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Perhaps the hon. Lady does not understand what I am saying. I am talking about people who will reach state pension age in seven or eight years’ time, so I am not sure that writing a letter, stating, “In the event you are on a certain benefit in seven or eight years’ time, and the delay in tribunals in such and such,” is germane to my point.
The Chair of the Work and Pensions Committee, Dame Anne Begg, in a characteristically balanced contribution—[ Interruption ] —I spotted the balance even if nobody else did. She described the changes we are making today as a huge achievement, then said, “Well why don’t we go the whole hog,” but there are 11.1 billion reasons why we are not going to go the whole hog, and I am sure she understands that point.
The hon. Member for Edinburgh East said, “Well, I wouldn’t start from here”—and so say all of us. I do not think that any one of us would have chosen to inherit an annual deficit of £150 billion that had to be cleared up—[ Interruption. ] Members say from a sedentary position, “This isn’t about the deficit,” but a sequence of deficits creates a debt, which will be £1.4 trillion at the end of this Parliament, and that is both a capital sum and the interest that our children and grandchildren will have to pay, so we should take responsibility for it and tackle it.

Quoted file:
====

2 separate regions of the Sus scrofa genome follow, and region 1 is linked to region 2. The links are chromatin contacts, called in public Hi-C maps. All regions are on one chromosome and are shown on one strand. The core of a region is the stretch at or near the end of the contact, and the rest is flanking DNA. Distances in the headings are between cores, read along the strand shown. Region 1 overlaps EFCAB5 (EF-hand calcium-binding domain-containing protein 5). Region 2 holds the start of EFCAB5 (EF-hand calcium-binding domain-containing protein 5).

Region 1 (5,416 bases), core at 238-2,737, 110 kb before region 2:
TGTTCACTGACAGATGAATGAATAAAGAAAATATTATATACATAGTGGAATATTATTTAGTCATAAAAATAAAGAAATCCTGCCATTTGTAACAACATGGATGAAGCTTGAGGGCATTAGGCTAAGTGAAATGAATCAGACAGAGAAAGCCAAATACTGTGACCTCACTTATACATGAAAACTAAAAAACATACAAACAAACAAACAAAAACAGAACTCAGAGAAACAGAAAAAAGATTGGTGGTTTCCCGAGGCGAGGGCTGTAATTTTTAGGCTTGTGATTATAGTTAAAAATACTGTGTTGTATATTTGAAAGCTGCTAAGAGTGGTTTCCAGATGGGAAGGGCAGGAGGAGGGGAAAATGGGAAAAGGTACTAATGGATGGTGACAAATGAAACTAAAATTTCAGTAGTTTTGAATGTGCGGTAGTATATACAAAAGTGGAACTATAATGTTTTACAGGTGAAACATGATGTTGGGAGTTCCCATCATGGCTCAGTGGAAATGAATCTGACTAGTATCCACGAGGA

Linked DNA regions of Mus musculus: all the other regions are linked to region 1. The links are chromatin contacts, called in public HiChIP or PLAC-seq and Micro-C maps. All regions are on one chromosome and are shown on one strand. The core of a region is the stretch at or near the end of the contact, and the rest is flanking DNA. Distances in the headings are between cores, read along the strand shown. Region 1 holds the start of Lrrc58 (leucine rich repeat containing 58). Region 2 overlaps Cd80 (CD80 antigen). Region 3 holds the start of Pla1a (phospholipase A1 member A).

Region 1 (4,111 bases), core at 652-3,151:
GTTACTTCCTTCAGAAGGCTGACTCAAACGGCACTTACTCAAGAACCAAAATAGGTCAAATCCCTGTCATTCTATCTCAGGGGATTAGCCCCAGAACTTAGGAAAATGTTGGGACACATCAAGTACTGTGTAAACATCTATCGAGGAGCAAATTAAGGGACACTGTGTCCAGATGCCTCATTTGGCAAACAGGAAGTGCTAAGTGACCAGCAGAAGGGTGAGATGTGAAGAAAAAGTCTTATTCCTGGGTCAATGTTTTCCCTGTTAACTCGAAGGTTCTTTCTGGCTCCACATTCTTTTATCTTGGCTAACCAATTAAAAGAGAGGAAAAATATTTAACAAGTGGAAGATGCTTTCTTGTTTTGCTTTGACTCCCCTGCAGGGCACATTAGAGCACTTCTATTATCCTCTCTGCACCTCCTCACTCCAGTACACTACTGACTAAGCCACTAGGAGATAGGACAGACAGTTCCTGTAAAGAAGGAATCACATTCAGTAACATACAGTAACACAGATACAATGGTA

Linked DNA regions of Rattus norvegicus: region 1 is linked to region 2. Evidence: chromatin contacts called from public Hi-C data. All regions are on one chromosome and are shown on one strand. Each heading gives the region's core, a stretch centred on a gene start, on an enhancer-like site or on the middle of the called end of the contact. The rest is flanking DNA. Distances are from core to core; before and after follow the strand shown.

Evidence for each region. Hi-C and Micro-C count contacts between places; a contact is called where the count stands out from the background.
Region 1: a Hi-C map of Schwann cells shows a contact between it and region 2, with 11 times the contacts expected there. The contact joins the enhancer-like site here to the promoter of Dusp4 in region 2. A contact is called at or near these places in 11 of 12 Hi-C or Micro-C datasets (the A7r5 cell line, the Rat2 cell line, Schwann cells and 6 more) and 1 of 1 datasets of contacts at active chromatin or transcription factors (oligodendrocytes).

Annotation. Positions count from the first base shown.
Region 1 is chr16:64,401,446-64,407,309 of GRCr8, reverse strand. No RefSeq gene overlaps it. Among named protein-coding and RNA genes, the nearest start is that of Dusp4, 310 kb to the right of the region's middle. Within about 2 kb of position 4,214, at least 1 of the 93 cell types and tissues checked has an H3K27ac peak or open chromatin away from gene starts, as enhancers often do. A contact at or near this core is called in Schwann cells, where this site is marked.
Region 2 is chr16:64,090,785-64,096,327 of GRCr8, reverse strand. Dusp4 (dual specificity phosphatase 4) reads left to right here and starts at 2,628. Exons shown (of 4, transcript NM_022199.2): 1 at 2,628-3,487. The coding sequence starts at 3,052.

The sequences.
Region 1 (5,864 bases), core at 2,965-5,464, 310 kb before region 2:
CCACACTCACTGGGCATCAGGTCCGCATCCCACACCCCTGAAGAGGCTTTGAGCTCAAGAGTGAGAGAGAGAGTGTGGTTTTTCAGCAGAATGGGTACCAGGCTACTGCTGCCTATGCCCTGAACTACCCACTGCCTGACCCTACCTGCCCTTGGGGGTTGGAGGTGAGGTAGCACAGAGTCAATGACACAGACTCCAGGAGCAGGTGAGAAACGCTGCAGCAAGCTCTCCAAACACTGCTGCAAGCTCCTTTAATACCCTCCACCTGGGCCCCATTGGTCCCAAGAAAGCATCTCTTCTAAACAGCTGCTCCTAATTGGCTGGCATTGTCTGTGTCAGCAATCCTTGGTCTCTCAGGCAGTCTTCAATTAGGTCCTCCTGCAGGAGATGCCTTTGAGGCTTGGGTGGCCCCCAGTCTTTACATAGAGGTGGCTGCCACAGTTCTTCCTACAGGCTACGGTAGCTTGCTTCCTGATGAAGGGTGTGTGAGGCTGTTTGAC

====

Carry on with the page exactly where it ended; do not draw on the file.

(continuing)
Kate Green said that the Work programme does not do anything for older women, but its beauty is that providers do not get paid unless they tailor what they do to the individual in front of them. For example, we find that the biggest barrier for many potential older workers is IT skills; they are entirely job-ready but not necessarily up to speed with technology. So, if that is the barrier, the Work programme provider does not need to come to my right hon. Friend the Secretary of State for approval, as in the old days, asking whether it is on a departmental checklist; they just get on with it, help the person obtain the skills and are rewarded only if they get that individual a job.